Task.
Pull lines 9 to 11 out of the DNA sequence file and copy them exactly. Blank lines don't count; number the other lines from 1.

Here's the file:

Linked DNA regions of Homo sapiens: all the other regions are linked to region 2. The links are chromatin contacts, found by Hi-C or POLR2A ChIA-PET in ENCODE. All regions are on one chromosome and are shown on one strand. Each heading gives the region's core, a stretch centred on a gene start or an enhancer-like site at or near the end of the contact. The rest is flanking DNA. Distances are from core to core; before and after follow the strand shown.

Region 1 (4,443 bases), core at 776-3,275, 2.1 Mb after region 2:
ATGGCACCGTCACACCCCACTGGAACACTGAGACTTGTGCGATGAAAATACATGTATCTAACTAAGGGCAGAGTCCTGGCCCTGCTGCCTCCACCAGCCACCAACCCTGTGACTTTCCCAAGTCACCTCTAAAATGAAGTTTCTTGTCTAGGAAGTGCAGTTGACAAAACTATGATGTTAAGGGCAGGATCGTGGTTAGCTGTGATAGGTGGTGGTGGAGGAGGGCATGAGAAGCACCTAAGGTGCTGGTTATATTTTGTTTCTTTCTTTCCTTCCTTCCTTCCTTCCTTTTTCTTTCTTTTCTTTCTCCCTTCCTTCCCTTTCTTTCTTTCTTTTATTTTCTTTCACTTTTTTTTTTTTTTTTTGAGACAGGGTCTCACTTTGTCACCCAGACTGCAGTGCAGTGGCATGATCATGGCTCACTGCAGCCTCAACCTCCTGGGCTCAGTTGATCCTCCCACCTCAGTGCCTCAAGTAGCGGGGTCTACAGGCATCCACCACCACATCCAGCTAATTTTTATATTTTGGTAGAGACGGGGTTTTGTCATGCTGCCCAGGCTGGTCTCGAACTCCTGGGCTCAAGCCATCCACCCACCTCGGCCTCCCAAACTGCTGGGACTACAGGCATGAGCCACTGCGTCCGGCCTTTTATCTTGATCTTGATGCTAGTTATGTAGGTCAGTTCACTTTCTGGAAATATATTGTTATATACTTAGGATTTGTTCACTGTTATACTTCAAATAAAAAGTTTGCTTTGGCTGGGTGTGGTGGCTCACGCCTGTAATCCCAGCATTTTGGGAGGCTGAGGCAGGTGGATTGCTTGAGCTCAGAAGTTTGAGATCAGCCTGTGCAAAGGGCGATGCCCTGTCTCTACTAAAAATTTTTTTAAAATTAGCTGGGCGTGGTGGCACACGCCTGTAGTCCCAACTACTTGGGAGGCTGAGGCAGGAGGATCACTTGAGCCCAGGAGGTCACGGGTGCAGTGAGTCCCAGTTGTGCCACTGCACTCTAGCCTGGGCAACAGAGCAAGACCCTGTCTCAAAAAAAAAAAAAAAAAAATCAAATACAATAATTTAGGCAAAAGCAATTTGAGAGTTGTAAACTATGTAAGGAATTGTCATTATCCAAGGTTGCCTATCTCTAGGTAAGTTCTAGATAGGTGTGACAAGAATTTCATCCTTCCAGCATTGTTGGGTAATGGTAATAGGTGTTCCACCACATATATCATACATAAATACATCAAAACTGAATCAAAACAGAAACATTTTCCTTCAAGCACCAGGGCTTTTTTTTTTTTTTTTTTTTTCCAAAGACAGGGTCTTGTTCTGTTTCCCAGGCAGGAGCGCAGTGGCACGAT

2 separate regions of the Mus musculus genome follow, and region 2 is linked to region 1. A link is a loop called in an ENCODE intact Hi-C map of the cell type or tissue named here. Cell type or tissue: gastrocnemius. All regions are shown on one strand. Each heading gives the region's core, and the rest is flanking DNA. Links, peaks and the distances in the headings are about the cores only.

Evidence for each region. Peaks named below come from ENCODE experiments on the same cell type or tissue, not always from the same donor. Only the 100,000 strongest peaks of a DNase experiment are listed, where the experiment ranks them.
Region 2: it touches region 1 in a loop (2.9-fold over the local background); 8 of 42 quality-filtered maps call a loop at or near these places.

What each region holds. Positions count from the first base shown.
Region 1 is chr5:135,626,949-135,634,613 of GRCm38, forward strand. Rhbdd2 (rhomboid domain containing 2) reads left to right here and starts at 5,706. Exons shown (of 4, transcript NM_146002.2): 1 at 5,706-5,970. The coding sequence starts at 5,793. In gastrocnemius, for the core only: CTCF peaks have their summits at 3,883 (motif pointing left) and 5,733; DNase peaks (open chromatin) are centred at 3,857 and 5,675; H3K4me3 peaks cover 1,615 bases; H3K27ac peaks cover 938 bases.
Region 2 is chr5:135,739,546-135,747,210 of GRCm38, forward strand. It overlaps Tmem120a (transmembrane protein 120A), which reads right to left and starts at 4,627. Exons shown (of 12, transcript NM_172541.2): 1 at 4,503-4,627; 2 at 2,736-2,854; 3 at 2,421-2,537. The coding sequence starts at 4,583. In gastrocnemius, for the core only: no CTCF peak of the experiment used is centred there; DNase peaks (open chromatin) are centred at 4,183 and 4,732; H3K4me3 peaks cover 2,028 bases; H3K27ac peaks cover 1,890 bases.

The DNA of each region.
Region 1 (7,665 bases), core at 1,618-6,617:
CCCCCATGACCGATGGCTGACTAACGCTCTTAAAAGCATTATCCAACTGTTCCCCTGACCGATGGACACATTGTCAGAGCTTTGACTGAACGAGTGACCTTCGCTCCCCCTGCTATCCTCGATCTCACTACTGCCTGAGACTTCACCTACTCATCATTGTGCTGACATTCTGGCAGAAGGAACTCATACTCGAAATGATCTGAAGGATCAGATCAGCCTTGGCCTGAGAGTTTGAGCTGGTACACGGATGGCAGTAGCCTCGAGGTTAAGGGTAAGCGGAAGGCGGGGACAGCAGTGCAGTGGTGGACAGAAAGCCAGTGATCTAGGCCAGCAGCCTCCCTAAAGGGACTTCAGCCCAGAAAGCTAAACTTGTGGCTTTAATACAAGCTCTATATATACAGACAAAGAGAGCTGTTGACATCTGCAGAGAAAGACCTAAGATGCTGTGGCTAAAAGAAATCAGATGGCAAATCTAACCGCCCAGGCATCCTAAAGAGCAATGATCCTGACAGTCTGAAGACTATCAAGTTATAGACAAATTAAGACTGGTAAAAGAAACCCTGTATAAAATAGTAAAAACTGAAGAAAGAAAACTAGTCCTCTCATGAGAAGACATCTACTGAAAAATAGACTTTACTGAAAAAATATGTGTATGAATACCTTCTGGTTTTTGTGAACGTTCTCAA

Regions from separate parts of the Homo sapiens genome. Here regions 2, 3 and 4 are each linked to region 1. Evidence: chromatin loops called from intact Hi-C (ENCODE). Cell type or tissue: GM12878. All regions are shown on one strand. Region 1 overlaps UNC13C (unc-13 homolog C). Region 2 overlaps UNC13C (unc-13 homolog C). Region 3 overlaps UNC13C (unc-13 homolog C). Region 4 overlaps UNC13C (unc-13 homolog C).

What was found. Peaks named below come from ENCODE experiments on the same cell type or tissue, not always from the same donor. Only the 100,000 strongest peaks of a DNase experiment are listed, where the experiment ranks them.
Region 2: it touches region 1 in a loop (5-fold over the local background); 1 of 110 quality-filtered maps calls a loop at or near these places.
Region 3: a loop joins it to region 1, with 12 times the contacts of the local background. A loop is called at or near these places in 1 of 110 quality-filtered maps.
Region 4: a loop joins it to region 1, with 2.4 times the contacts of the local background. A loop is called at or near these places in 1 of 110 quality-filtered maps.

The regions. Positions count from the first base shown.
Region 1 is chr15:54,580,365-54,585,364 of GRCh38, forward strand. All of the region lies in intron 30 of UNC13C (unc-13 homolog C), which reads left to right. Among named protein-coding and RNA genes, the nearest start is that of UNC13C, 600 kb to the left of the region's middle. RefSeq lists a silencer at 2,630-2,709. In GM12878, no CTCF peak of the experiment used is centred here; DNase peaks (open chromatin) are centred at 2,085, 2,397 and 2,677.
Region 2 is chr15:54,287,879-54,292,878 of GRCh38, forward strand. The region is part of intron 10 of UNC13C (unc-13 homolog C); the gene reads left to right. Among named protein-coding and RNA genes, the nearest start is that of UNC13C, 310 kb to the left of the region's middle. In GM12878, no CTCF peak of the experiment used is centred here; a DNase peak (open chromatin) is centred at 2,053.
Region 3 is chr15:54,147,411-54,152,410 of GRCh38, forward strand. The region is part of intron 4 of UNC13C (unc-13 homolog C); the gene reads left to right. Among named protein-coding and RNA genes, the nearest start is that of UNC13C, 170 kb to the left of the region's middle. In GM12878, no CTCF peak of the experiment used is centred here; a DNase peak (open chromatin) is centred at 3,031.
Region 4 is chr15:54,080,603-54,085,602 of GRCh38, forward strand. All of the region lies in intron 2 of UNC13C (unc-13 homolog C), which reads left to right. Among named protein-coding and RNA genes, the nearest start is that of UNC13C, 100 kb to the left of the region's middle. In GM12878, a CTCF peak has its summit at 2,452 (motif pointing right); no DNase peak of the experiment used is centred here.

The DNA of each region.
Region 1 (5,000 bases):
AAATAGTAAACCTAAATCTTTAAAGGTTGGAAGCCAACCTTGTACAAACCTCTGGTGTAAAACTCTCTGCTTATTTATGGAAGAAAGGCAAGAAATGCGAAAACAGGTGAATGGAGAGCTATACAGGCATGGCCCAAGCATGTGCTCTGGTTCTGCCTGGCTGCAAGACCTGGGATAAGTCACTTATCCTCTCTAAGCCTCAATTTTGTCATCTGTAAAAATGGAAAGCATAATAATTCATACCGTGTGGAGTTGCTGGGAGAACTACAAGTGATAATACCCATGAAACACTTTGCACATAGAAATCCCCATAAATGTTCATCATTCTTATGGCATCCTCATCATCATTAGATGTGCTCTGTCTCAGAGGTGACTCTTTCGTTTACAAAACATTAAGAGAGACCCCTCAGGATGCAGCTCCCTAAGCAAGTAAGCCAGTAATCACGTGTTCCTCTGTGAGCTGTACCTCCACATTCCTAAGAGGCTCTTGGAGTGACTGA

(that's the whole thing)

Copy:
Region 2 is chr5:135,739,546-135,747,210 of GRCm38, forward strand. It overlaps Tmem120a (transmembrane protein 120A), which reads right to left and starts at 4,627. Exons shown (of 12, transcript NM_172541.2): 1 at 4,503-4,627; 2 at 2,736-2,854; 3 at 2,421-2,537. The coding sequence starts at 4,583. In gastrocnemius, for the core only: no CTCF peak of the experiment used is centred there; DNase peaks (open chromatin) are centred at 4,183 and 4,732; H3K4me3 peaks cover 2,028 bases; H3K27ac peaks cover 1,890 bases.

The DNA of each region.
Region 1 (7,665 bases), core at 1,618-6,617: